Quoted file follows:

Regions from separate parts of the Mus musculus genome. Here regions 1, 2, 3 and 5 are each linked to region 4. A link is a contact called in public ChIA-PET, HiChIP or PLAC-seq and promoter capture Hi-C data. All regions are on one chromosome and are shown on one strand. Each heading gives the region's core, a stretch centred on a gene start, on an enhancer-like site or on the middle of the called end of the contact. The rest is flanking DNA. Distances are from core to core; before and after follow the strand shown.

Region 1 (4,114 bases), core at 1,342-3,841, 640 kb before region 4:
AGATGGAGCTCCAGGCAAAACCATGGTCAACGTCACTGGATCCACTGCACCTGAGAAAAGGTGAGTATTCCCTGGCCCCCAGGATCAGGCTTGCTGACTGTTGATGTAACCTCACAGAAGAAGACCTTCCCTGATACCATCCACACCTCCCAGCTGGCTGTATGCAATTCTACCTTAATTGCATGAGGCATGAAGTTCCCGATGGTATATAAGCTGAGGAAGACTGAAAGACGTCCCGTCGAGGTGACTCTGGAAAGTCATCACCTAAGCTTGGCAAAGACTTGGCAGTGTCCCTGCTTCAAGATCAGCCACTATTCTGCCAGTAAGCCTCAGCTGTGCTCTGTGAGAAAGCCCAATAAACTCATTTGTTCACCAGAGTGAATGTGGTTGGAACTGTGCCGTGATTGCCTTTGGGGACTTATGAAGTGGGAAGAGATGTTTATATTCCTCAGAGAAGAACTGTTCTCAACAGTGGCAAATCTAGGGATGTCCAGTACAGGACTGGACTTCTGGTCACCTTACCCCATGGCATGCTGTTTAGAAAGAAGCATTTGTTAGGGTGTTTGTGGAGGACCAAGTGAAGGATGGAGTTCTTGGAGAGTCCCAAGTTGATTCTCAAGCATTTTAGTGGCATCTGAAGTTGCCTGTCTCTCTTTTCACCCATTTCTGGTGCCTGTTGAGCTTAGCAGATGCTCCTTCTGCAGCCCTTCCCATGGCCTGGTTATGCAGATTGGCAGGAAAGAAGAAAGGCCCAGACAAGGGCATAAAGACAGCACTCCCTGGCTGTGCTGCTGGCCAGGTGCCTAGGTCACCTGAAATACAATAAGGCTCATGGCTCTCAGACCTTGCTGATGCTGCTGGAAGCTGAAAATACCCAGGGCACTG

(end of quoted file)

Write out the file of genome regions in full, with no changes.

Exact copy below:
Regions from separate parts of the Mus musculus genome. Here regions 1, 2, 3 and 5 are each linked to region 4. A link is a contact called in public ChIA-PET, HiChIP or PLAC-seq and promoter capture Hi-C data. All regions are on one chromosome and are shown on one strand. Each heading gives the region's core, a stretch centred on a gene start, on an enhancer-like site or on the middle of the called end of the contact. The rest is flanking DNA. Distances are from core to core; before and after follow the strand shown.

Region 1 (4,114 bases), core at 1,342-3,841, 640 kb before region 4:
AGATGGAGCTCCAGGCAAAACCATGGTCAACGTCACTGGATCCACTGCACCTGAGAAAAGGTGAGTATTCCCTGGCCCCCAGGATCAGGCTTGCTGACTGTTGATGTAACCTCACAGAAGAAGACCTTCCCTGATACCATCCACACCTCCCAGCTGGCTGTATGCAATTCTACCTTAATTGCATGAGGCATGAAGTTCCCGATGGTATATAAGCTGAGGAAGACTGAAAGACGTCCCGTCGAGGTGACTCTGGAAAGTCATCACCTAAGCTTGGCAAAGACTTGGCAGTGTCCCTGCTTCAAGATCAGCCACTATTCTGCCAGTAAGCCTCAGCTGTGCTCTGTGAGAAAGCCCAATAAACTCATTTGTTCACCAGAGTGAATGTGGTTGGAACTGTGCCGTGATTGCCTTTGGGGACTTATGAAGTGGGAAGAGATGTTTATATTCCTCAGAGAAGAACTGTTCTCAACAGTGGCAAATCTAGGGATGTCCAGTACAGGACTGGACTTCTGGTCACCTTACCCCATGGCATGCTGTTTAGAAAGAAGCATTTGTTAGGGTGTTTGTGGAGGACCAAGTGAAGGATGGAGTTCTTGGAGAGTCCCAAGTTGATTCTCAAGCATTTTAGTGGCATCTGAAGTTGCCTGTCTCTCTTTTCACCCATTTCTGGTGCCTGTTGAGCTTAGCAGATGCTCCTTCTGCAGCCCTTCCCATGGCCTGGTTATGCAGATTGGCAGGAAAGAAGAAAGGCCCAGACAAGGGCATAAAGACAGCACTCCCTGGCTGTGCTGCTGGCCAGGTGCCTAGGTCACCTGAAATACAATAAGGCTCATGGCTCTCAGACCTTGCTGATGCTGCTGGAAGCTGAAAATACCCAGGGCACTG